Posted in colorwork, quilting

Inspiration, Gestation, Implementation

INSPIRATION: The idea for creating a fiber object based on the Gateway Arch has been rattling around in my brain for some time. It really started way back in 2012, after my husband and I visited the Gateway to the West museum in St. Louis. At that time, he took a series of photographs showing every possible angle of the Arch at ground level. They are rather remarkable, taken as a group. Here is an example.

Earlier this year, I asked for copies of these images and began to imagine how a series of different views would look on quilt blocks. I printed out nine pictures and pushed them around against each other. In the end, I shelved the project. I decided that I really lacked the necessary technical skills to realize my idea.

GESTATION: Over the summer I completed several on-line quilting lessons and actually made a quilt based on my own design. I now feel ready to tackle the Arch project. So yesterday I pulled the photos back out and arranged them into a nine-block design with a look that pleased me. It took me hours to get it right.

IMPLEMENTATION: Dear me. Thinking about the many steps required to move a quilting project from the idea stage through to completion is giving me pause. Let’s take stock of where I am so far:

  • I have a design and a layout, pictured above. Each image represents one block at 1/3 scale. I’ve decided that I will need a paper template for each arch image, in order to draw and cut it accurately from the background material. For this task, I have located a pad of giant post-it notes. From it I have cut nine pieces that are 14 and 1/2 inches square.
  • Block Content: Each block will consist of 16 squares with a finished size of 3 1/2 inches. The flowing arch will be cut free-hand into the sewn blocks and inserted.
  • Colors: There will be three background colors in hand painted fabrics, moving from left to right they are purple, blue-purple, and blue. The arch section which winds through each block will be made of golden-orange-pink fabric. Here are some samples that I made earlier this year.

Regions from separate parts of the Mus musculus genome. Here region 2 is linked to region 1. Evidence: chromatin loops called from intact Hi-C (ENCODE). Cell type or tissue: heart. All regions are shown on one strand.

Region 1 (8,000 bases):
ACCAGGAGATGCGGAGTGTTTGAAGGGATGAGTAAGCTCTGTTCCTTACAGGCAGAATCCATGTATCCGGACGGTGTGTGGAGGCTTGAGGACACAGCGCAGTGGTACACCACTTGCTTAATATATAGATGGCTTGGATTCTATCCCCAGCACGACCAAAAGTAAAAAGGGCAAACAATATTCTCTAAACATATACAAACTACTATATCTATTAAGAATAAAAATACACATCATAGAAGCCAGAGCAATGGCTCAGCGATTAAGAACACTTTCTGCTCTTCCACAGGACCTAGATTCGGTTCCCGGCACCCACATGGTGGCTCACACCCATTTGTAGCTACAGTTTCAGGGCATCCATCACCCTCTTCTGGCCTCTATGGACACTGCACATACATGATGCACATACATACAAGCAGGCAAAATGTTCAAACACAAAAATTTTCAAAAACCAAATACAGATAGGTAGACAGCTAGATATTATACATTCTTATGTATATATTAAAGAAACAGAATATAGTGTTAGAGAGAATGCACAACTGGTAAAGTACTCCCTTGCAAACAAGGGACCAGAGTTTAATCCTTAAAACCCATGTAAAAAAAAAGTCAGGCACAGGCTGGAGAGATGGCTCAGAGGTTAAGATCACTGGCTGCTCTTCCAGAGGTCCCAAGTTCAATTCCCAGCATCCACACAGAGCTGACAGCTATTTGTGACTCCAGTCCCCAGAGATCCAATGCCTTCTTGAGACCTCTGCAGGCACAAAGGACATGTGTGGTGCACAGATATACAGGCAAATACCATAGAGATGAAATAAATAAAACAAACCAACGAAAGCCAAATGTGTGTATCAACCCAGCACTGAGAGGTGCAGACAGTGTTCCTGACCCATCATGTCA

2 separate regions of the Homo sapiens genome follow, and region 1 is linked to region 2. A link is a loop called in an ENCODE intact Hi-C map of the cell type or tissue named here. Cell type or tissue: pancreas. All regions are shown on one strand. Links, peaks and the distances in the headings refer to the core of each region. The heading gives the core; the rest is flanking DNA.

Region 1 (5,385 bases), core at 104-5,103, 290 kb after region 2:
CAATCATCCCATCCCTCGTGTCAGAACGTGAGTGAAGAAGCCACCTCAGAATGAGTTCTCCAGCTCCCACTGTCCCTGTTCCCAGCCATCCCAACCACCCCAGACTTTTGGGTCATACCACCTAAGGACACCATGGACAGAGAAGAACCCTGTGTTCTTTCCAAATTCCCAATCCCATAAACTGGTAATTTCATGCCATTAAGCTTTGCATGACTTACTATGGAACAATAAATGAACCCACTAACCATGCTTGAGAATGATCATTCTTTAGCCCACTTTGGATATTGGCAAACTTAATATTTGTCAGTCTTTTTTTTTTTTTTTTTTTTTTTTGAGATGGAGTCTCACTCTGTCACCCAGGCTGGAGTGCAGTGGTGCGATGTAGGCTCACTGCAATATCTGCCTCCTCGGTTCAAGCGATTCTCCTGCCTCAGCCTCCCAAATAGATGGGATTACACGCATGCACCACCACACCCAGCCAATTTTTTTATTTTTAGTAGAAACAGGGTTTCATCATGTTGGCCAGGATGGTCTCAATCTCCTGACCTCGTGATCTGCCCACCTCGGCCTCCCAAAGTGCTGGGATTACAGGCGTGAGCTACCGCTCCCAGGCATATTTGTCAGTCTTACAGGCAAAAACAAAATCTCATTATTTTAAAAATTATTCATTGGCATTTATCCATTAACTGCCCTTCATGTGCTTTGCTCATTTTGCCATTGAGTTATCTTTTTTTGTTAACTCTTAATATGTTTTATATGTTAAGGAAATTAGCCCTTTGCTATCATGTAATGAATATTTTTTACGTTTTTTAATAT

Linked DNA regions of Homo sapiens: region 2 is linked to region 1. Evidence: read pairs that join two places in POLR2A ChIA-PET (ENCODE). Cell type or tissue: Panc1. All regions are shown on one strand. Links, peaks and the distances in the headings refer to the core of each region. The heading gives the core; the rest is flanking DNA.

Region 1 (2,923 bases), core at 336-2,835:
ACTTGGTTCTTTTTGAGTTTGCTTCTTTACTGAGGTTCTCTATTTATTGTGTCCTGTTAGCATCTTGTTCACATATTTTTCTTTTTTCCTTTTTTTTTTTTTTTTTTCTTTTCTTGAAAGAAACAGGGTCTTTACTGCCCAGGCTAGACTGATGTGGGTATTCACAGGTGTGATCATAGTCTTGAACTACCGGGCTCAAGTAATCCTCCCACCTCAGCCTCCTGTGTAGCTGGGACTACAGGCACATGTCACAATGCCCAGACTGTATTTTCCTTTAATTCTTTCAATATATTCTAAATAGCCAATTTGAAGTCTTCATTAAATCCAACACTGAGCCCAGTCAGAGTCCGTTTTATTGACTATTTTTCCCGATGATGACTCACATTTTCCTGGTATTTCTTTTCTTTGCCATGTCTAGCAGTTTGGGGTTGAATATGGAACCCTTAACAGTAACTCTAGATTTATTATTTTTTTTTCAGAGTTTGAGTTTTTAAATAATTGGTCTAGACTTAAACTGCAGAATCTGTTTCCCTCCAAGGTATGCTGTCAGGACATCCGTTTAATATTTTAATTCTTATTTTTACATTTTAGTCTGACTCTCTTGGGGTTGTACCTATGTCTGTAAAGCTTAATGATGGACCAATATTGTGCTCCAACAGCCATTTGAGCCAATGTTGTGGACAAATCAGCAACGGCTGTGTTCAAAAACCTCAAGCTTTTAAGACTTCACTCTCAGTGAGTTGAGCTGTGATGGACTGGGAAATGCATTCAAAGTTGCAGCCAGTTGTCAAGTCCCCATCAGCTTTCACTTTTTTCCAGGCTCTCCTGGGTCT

• Other design decisions yet to be made: sashing or no sashing, type and number of borders, backing. While I plan to quilt it myself, I haven’t decided on a pattern yet.

Next steps seem to be

  • Draw to scale the templates for each block
  • Determine yardage needed for quilt top and purchase fabric
  • Cut fabric into manageable strips
  • Hand dye strips according to design plan
  • Cut out the squares
  • Practice cutting free-style curves.

A wise woman said, the journey of a thousand stitches begins with one thread.

Posted in quilting

Piecing Free-Form: Abstract Sunflowers

I have spent several hours this week-end on the sunflower design that I started Friday. In addition to time spent it also cost me one drop of blood and one band-aid, when I got my first rotary cutter cut. On the plus side I gained a lot of experience and realized my design. Here are the blocks all pieced together.

Everything is free-form pieced, except for the small green shape that joins the sunflower head to the stem. These were appliqued. You can probably see that the green fabric has stretched out of shape. This fabric was just too light weight for the purpose. Next I used the dark grey fabric to sew on a 2 inch sash.

While I admit that the final product has a certain home-spun charm to it, I’m not in love with it. I do plan to keep working on it though. I’ll add a fleece and a backing and quilt it. But not right away. I need a break from quilting.

Posted in quilting

Piecing with Free-Form Shapes

The first thing I did in my studio today was re-sew the wonky row of yesterday’s triangle quilt sampler. It looks better now, but certainly not perfect. I decided I could live it. Now I feel free to move on to free-form piecing, a skill I have been wanting to try for several weeks. This technique utilizes the rotary cutter, but not always the grid ruler. Leslie Tucker Jenison treats her rotary cutter as if it were a pen or a paint brush to do improvisational piecing. Her quilts look very gestural. You can see her tutorial at https://www.youtube.com/watch?v=4vT08esPfzw

I’m not ready to improvise yet. But I do have an idea for a semi-abstract design based on sunflowers. Here is the sketch of my idea.

This piece is divided horizontally into four rows. I assigned color values to the various sections, and divided each row into workable blocks. The fabrics I selected have a nice range of values, and three of them are solids. I think they will play nicely together in this design.

The next few hours were spent puzzling over the shapes, cutting, re-cutting, stitching, and, oh yeah, ripping out at least once. At the end of my allotted time, I had finished the three blocks of the bottom row. What do you think?

The width is going to be roughly 12 inches. I think it will end up about 24 inches tall.

So far, I really like it. It’s going to be an interesting experiment. And maybe even turning into very nice fiber object.